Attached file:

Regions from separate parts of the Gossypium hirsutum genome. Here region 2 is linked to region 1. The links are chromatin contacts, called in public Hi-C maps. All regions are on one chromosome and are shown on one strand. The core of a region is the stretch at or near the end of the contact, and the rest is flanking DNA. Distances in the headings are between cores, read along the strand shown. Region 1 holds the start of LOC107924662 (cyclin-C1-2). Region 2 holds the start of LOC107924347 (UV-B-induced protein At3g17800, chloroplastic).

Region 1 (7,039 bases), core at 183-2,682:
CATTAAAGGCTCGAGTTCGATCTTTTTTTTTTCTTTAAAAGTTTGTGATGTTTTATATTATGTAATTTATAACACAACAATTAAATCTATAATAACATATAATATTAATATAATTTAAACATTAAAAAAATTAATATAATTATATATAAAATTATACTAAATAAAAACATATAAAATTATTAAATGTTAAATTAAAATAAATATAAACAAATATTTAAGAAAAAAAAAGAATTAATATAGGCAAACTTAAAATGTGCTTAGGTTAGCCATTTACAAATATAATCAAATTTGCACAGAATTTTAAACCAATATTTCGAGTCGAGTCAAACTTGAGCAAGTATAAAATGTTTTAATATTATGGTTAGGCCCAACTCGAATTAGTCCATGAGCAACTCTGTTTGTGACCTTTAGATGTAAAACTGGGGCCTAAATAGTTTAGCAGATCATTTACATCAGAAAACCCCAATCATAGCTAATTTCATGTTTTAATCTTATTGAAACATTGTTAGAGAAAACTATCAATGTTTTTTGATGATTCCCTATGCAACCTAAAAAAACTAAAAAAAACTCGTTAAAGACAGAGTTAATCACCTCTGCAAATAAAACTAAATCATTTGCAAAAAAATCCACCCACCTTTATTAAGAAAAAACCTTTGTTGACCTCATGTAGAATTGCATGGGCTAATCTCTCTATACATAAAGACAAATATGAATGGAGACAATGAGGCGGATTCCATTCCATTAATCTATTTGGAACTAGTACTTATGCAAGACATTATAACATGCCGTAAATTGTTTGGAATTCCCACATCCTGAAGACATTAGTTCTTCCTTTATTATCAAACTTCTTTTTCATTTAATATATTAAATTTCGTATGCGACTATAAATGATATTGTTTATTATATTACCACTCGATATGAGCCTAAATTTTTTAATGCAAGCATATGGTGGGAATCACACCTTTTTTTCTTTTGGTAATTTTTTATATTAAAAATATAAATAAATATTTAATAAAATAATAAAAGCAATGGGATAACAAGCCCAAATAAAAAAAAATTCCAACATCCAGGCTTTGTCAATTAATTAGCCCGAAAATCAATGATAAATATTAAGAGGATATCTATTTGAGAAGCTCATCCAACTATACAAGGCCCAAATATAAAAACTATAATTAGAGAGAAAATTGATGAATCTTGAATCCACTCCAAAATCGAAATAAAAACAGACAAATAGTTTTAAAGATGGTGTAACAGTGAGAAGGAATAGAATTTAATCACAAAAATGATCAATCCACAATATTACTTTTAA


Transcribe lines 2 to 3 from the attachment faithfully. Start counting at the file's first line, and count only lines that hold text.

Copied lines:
Region 1 (7,039 bases), core at 183-2,682:
CATTAAAGGCTCGAGTTCGATCTTTTTTTTTTCTTTAAAAGTTTGTGATGTTTTATATTATGTAATTTATAACACAACAATTAAATCTATAATAACATATAATATTAATATAATTTAAACATTAAAAAAATTAATATAATTATATATAAAATTATACTAAATAAAAACATATAAAATTATTAAATGTTAAATTAAAATAAATATAAACAAATATTTAAGAAAAAAAAAGAATTAATATAGGCAAACTTAAAATGTGCTTAGGTTAGCCATTTACAAATATAATCAAATTTGCACAGAATTTTAAACCAATATTTCGAGTCGAGTCAAACTTGAGCAAGTATAAAATGTTTTAATATTATGGTTAGGCCCAACTCGAATTAGTCCATGAGCAACTCTGTTTGTGACCTTTAGATGTAAAACTGGGGCCTAAATAGTTTAGCAGATCATTTACATCAGAAAACCCCAATCATAGCTAATTTCATGTTTTAATCTTATTGAAACATTGTTAGAGAAAACTATCAATGTTTTTTGATGATTCCCTATGCAACCTAAAAAAACTAAAAAAAACTCGTTAAAGACAGAGTTAATCACCTCTGCAAATAAAACTAAATCATTTGCAAAAAAATCCACCCACCTTTATTAAGAAAAAACCTTTGTTGACCTCATGTAGAATTGCATGGGCTAATCTCTCTATACATAAAGACAAATATGAATGGAGACAATGAGGCGGATTCCATTCCATTAATCTATTTGGAACTAGTACTTATGCAAGACATTATAACATGCCGTAAATTGTTTGGAATTCCCACATCCTGAAGACATTAGTTCTTCCTTTATTATCAAACTTCTTTTTCATTTAATATATTAAATTTCGTATGCGACTATAAATGATATTGTTTATTATATTACCACTCGATATGAGCCTAAATTTTTTAATGCAAGCATATGGTGGGAATCACACCTTTTTTTCTTTTGGTAATTTTTTATATTAAAAATATAAATAAATATTTAATAAAATAATAAAAGCAATGGGATAACAAGCCCAAATAAAAAAAAATTCCAACATCCAGGCTTTGTCAATTAATTAGCCCGAAAATCAATGATAAATATTAAGAGGATATCTATTTGAGAAGCTCATCCAACTATACAAGGCCCAAATATAAAAACTATAATTAGAGAGAAAATTGATGAATCTTGAATCCACTCCAAAATCGAAATAAAAACAGACAAATAGTTTTAAAGATGGTGTAACAGTGAGAAGGAATAGAATTTAATCACAAAAATGATCAATCCACAATATTACTTTTAA